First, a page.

Corey drove a great stint. It was his first stint in the Rolex 24 and his first in the WeatherTech Championship but he was very calm and cool.
He brought the car from last into the top ten quickly and turned some impressive laps. Kaz Grala jumped in next as performed very well in his first real stint in the car. A few procedural penalties took us off the lead lap but we were very fast.
Because of the crash on Thursday, the car didn’t make night practice. That meant that we couldn’t qualify Corey or Kaz to do any of the night stints. Justin and I planned on doing the whole time at night triple stinting between the two of us. Justin got us a lap back and gave the car to me under caution where we made up our other lap.
In my stint I got my first real taste of the Lambo. The car was fantastic. We trimmed the car out for banking speed and I was able to draft by cars into turn one as a result. After several laps I caught the class-leading 48 car being driven by Mirko Bortolotti.
I went to pass him on the outside of the tri-oval and he began to squeeze me up to the wall. At the last second I crossed him up and dove for the bottom, only to have him move back down in front of me. I had to slam on the brakes to avoid contact.
I then tried him several times in the infield but he fought me very hard, especially given we were only ten hours into a 24-hour race.
A lap later he must have gotten the message from his team because he pulled over and pointed a finger out the window. Cooler heads prevailed and Change Racing now had the lead of the Daytona 24!
I finished my triple stint, gave the car back to Justin, and went to get some rest. The 48 car, now with Bryce Miller driving, got the lead back from us after the pit stops. Justin ran them back down and tried again to take the lead.
From my sleeping spot in the hauler I could hear Justin and our spotter on the radio discussing things. Justin was dealing with the same things I was when trying to pass the 48 car. He got moved into the grass coming out of turn 3. He was forced outside in every infield turn, and on the banking the 48 was doing everything he could to try to wreck them both.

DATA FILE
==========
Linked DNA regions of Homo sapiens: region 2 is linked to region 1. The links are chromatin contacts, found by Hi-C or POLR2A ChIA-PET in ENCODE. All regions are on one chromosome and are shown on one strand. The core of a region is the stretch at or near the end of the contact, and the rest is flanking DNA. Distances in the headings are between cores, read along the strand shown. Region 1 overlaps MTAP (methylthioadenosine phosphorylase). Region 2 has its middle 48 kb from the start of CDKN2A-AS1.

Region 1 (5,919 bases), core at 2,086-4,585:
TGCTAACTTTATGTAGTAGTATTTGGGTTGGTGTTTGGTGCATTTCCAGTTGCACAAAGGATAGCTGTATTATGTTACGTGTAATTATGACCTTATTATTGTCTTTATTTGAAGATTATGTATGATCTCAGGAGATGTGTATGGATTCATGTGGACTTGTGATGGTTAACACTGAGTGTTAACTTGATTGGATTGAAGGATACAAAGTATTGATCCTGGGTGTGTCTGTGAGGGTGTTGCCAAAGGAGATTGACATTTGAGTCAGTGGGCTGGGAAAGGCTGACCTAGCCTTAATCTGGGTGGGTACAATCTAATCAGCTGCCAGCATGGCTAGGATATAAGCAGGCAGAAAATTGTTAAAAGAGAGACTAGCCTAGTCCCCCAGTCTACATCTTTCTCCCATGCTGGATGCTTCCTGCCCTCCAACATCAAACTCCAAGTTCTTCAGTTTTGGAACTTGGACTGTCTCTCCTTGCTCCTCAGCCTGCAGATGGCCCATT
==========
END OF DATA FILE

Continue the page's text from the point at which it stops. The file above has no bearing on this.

We had a great car and so did the 48. The big picture would have been to realize this and not aggressively block a faster car with 13 hours to go in the race.
Our spotter TJ [Majors] was trying to calm Justin down but you could tell that with each dirty move from the 48, Justin was getting more and more frustrated.
Things came to a head in the tri-oval. According to TJ, as Justin moved around the outside of the 48 they were so close to each other that the side buffeting brought them together just before the brake zone. The contact caused them both to spin and both made contact with the inside wall.
Was Justin to blame of the incident? Perhaps? But had the 48 not decided to make it his mission to stay in the lead at all costs it would have been a very different story for both cars.
Remember when I mentioned, “A moment that you can’t take back that turns a potential triumph into a bad memory that lasts forever.”
True to form, our Change Racing guys did another heroic job and fixed the car.
We made it out and got points for both Corey and I thanks to their hard work and great attitude.
I wish things could have been different but I am proud to have been a part of an incredible team effort.